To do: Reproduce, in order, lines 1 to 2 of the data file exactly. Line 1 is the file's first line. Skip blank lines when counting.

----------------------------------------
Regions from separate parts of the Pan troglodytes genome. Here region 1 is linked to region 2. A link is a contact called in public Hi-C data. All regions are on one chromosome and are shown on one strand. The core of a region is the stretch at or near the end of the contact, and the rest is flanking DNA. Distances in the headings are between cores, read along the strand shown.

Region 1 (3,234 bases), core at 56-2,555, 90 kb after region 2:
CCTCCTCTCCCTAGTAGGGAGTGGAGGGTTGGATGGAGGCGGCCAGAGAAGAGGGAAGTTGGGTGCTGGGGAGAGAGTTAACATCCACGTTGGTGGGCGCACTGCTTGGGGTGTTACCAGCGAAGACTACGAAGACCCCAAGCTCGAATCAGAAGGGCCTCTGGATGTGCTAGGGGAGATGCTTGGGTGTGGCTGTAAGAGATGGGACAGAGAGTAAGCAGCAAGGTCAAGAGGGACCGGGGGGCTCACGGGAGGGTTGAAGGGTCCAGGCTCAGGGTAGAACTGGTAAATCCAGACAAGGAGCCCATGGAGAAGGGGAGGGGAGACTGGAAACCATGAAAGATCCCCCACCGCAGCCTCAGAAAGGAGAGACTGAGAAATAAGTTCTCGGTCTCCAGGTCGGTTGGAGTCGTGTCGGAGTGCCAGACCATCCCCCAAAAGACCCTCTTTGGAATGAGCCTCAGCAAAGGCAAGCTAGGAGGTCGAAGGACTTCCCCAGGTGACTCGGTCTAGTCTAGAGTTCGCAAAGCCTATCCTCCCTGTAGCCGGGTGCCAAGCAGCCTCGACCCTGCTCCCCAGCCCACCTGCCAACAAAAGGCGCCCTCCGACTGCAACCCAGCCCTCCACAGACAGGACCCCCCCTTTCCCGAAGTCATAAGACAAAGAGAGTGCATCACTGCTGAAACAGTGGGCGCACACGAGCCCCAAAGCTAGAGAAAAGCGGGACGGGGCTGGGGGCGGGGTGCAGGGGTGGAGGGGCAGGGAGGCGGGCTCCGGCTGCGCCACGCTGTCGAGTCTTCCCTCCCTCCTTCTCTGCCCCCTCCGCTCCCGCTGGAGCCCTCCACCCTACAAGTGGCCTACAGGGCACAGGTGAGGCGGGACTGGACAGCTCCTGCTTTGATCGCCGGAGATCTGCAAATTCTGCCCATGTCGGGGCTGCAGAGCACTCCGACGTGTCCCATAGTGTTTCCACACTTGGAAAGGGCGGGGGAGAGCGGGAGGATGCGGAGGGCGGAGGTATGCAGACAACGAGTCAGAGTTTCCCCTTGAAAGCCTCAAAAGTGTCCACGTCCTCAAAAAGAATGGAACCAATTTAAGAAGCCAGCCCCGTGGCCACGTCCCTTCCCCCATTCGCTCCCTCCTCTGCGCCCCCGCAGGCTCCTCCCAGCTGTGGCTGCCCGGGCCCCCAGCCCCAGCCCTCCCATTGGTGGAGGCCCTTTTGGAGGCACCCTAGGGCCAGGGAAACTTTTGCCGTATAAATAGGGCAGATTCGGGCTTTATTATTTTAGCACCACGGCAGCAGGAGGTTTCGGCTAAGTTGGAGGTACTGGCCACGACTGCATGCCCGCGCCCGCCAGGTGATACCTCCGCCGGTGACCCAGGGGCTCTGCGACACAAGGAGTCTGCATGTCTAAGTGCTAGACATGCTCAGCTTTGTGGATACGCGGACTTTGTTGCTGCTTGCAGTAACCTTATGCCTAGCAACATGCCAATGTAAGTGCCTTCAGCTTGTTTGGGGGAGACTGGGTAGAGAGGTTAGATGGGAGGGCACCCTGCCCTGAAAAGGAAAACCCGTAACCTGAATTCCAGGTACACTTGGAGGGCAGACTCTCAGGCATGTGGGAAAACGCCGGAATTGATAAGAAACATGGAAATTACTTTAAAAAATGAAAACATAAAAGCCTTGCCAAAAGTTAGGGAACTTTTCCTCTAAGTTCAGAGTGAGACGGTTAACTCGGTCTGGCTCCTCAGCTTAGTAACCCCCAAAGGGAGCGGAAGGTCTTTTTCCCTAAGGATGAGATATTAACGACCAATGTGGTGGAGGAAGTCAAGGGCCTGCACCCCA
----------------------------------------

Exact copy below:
Regions from separate parts of the Pan troglodytes genome. Here region 1 is linked to region 2. A link is a contact called in public Hi-C data. All regions are on one chromosome and are shown on one strand. The core of a region is the stretch at or near the end of the contact, and the rest is flanking DNA. Distances in the headings are between cores, read along the strand shown.

Region 1 (3,234 bases), core at 56-2,555, 90 kb after region 2: